And why the Devil Rays? It’s as though baseball were saying to the Japanese people, “Here’s some baseball — and the Devil Rays!” Is the idea to spotlight the Yankees, to concentrate the market on Alex Rodriguez and Hideki Matsui “Godzilla” merch? Are the Devil Rays the Washington Generals here? No one is going to be distracted from buying a Yankees hat by the charms of Aubrey Huff and Carl Crawford, I assume.
Just wondering about these things. The mind wanders at 4 a.m. The coffee’s ready and the game’s starting. “Baseball is America’s pastime,” an announcer is saying. “But it’s Japan’s passion.” A shot of the Tokyo Dome. The Yankees are the visiting team, but they’re wearing their home pinstripes. Ah, tradition. ESPN’s announcers aren’t in Tokyo. They’re not exactly being upfront about it, but they’re sitting in a studio in Connecticut. Peter Gammons just let slip an “over there” when talking about Japanese baseball.
What was that noise? I think there’s a prowler.
5:30 a.m. CST: The Yankees and Devil Rays are plastered with advertising. This astounding fact is going uncommented upon by the announcers. There are no advertisements on baseball uniforms. This isn’t European soccer or NASCAR. But both teams have large sleeve patches and helmet decals advertising a copier company.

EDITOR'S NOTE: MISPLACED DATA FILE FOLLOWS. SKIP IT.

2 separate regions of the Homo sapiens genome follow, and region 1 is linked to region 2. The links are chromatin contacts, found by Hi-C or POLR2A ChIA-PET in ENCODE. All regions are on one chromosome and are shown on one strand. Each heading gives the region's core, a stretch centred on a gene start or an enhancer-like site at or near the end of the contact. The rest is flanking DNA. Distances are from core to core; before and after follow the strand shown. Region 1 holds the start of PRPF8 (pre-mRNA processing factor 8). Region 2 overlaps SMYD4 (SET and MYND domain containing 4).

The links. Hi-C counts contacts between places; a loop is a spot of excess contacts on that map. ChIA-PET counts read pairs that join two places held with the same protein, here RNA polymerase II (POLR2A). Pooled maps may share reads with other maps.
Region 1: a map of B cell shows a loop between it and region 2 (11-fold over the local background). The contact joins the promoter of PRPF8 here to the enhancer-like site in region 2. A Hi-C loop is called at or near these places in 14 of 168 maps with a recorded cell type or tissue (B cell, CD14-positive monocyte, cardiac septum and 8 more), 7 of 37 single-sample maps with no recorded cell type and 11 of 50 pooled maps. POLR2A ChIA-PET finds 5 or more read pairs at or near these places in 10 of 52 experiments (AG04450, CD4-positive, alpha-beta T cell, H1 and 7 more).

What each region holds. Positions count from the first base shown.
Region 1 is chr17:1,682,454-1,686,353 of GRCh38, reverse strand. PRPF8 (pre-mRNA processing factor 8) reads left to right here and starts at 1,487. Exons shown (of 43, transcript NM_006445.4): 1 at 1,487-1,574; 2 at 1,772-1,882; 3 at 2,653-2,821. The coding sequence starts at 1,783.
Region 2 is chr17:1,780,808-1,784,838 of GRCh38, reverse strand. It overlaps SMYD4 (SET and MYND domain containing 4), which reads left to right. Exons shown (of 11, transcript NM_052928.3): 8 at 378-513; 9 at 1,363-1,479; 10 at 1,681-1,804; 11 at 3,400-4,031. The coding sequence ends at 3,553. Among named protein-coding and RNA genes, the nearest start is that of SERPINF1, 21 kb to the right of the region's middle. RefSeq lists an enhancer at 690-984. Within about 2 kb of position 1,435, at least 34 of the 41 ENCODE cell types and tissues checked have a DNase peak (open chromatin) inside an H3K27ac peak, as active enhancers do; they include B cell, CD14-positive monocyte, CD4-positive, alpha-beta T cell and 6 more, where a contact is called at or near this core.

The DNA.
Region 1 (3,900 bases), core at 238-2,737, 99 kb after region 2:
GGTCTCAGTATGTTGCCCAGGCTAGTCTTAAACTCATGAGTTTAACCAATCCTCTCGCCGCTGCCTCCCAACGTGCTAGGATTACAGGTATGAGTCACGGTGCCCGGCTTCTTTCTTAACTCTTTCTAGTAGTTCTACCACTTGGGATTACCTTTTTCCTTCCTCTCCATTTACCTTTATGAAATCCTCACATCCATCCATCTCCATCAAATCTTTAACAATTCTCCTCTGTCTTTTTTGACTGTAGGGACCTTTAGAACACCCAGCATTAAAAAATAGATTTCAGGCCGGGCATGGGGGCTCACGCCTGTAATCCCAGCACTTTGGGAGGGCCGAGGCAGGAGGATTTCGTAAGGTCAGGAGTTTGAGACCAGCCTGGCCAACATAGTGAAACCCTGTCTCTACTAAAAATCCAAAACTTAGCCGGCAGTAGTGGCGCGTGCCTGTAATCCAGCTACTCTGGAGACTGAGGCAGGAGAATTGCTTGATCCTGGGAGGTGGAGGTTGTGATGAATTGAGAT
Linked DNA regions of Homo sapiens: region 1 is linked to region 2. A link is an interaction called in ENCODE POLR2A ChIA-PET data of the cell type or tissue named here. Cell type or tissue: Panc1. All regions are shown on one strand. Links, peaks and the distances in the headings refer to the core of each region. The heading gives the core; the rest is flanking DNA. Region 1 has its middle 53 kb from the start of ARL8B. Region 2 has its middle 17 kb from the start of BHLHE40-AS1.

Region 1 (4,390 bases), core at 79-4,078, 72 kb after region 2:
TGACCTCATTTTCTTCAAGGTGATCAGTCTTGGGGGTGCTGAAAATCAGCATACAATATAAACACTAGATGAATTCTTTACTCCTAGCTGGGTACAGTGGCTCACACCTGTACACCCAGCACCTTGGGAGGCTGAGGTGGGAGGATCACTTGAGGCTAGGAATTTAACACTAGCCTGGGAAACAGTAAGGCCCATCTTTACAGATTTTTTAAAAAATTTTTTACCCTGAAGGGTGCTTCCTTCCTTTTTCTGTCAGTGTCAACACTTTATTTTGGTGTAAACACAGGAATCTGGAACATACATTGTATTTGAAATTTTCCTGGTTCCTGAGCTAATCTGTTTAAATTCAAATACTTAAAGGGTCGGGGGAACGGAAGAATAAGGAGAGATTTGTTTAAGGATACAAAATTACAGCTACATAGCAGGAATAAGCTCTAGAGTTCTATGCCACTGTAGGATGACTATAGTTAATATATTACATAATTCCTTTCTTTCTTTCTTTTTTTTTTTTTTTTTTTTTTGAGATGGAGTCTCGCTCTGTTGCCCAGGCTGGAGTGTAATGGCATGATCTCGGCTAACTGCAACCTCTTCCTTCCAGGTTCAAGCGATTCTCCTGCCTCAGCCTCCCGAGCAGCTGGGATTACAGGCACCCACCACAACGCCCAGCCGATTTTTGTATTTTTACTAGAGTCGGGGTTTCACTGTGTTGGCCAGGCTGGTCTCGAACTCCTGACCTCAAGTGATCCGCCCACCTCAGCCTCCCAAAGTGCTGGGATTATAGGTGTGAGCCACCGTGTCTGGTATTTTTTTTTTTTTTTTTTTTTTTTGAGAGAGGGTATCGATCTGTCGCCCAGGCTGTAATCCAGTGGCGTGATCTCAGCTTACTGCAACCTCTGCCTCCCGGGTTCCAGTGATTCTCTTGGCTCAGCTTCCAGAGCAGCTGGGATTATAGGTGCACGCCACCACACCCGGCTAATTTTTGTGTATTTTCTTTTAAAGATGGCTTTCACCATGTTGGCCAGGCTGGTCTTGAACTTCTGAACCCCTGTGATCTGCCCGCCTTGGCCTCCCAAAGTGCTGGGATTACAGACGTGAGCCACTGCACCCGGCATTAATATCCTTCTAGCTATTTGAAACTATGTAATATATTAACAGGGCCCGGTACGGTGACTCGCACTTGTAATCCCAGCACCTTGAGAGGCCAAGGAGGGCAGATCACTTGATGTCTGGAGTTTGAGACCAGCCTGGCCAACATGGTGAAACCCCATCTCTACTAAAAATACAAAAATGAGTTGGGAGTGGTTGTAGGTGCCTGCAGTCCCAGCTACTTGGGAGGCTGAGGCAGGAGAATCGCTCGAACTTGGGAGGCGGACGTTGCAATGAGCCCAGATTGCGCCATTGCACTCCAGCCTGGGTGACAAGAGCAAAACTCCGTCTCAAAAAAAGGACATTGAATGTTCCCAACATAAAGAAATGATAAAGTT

Maybe this whole Japan opening thing is just a diversion, a distraction from the historic introduction of advertising pollution on the traditionally sacrosanct ground of major league uniforms. Maybe that’s the real agenda here.
In the top of the first inning, Matsui doubles up the gap in right-center for the first hit. He’s a huge star in Japan. That’ll move some T-shirts!
After Rodriguez makes his Yankees debut by striking out, Jason Giambi, aided by the dome launching pad that announcer Harold Reynolds says even turned him into a power hitter when he played exhibitions there, hits what, in less enlightened times, used to be called a “Chinese home run,” and the Yankees take a 2-0 lead.
6 a.m. CST: Oh, great, a “special edition” of “Cold Pizza” follows the game on ESPN2. That means if I fall asleep during this game — always a danger when the Devil Rays are playing, never mind when a game starts at 4 in the morning — I’m in danger of waking up in the middle of an interview with “baseball superfan Nick Lachey,” of explaining to Jessica Simpson that Chicken of the Sea isn’t chicken fame.